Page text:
How To Make Wreaths with Embroidery Hoops and Foliage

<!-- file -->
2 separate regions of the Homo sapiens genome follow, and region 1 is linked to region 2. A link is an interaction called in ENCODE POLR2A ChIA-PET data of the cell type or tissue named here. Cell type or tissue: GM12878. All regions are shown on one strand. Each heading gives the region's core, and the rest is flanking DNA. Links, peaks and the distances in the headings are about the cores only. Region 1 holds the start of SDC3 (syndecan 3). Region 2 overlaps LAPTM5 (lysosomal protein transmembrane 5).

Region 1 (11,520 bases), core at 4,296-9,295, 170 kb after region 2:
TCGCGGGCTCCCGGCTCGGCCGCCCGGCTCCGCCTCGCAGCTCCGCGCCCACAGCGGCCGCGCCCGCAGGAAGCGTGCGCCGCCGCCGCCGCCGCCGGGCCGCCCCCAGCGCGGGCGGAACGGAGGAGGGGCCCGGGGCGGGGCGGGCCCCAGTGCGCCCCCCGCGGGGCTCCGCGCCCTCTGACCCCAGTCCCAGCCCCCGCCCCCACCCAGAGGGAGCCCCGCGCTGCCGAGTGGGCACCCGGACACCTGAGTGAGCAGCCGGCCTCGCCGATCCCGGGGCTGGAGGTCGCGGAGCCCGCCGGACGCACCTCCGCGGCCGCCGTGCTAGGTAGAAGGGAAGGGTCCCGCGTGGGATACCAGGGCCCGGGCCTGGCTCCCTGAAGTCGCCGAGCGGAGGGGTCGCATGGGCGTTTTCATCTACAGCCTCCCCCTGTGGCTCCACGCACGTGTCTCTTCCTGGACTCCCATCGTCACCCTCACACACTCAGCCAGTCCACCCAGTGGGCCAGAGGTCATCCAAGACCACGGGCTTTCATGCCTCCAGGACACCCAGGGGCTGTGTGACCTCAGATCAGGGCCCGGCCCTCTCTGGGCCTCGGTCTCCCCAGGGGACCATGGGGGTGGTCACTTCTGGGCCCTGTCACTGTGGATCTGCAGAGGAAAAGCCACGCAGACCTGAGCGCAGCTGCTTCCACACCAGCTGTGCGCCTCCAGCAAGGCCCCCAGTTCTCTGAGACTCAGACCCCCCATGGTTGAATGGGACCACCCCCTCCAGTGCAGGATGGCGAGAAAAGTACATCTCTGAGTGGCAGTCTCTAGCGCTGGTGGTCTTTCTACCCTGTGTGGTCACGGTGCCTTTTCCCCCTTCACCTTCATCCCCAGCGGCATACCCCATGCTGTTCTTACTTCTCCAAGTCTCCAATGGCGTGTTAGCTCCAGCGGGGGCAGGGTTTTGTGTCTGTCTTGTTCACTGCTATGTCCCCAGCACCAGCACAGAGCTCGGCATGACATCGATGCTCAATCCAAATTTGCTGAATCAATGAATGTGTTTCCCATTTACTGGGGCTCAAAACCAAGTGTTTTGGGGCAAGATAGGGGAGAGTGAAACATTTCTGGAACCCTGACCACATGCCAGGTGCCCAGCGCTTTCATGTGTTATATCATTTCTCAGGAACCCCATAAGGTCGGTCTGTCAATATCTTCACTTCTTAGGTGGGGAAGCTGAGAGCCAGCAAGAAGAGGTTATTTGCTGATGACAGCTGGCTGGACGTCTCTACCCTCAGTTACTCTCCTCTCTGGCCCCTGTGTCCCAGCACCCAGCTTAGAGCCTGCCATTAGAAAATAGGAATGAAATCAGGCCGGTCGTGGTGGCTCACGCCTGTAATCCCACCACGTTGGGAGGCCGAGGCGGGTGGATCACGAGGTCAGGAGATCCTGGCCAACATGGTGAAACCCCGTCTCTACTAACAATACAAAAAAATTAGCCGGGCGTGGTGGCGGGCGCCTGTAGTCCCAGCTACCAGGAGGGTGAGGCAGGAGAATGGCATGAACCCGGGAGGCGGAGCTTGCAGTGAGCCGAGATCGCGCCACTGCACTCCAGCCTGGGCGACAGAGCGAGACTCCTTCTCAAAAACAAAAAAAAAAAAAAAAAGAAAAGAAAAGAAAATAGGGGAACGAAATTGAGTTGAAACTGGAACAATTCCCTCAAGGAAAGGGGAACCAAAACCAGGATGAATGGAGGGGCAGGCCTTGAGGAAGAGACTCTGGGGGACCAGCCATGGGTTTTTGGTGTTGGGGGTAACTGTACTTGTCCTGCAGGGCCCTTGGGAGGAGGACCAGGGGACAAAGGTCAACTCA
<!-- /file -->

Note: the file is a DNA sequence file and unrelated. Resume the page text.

Last Christmas, I made my first door wreath, using a wicker wreath base, copper fairy lights and eucalyptus. It worked so well that this year I’ve made some eucalyptus winter wreaths for our living room. What You Need To Make Winter Wreaths with Embroidery Hoops and Foliage All you need to make winter wreaths are: A selection of embroidery hoops, in various sizes*, £9.99 Floristry wire*, £2.25 Secateurs*, £10.93 Eucalyptus and baby’s breath, around £1 a stem from a florist You can collect foliage from your garden, or local common grounds too if you like. I just love the smell and look of eucalyptus, and it stays looking lovely even after it has dried out and gone crispy. This makes it perfect for wreath making. I was planning to get normal white baby’s breath (gypsophila), but I found some in my local florist’s that is sprayed pink, which I couldn’t resist. How To Make Winter Wreaths with Embroidery Hoops and Foliage First, cut some short lengths of floristry wire, about 6-7 cm long. Next, use your secateurs to trim your eucalyptus to size, I used two pieces per hoop. Do the same with your baby’s breath, I cut mine quite short. Place your lengths of eucalyptus over your hoop, overlapped them at the bottom. Place them pointing upwards from the bottom, or, if you want to completely cover your embroidery hoop, have them all facing the same way. Add more until you are happy with the effect. Secure the eucalyptus with your floristry wire, beneath the leaves, and if needed, slide the leaves down to cover the wire as much as you can. Finally, slot your baby’s breath in between the hoop and eucalyptus, and through the wire. I chose to add mine all in one bunch at the point where the bits of eucalyptus meet but you can freestyle this to create the look you want. I think off-setting the flowers looks best, but make sure yours go both sides if you are making an arrangement of several hoops like me. Hang your hoops, making sure to balance your arrangement by varying the sizes and putting them at different heights. You could hang them in a horizontal or vertical row, but that would require quite a lot of precision measuring so I’m not keen on that! You can easily make these winter wreaths more Christmassy, by using holly, Christmas tree offcuts and baubles. UPDATE! Even though I am calling these ‘Winter Wreaths’ I have actually had them up all year as they are so pretty. Here is how they look now (mid-August) A crispy, dried out and slightly faded version of the original, but still looking good! Why not Pin this easy wreath tutorial for later?  SaveSave SaveSave SaveSave SaveSave SaveSave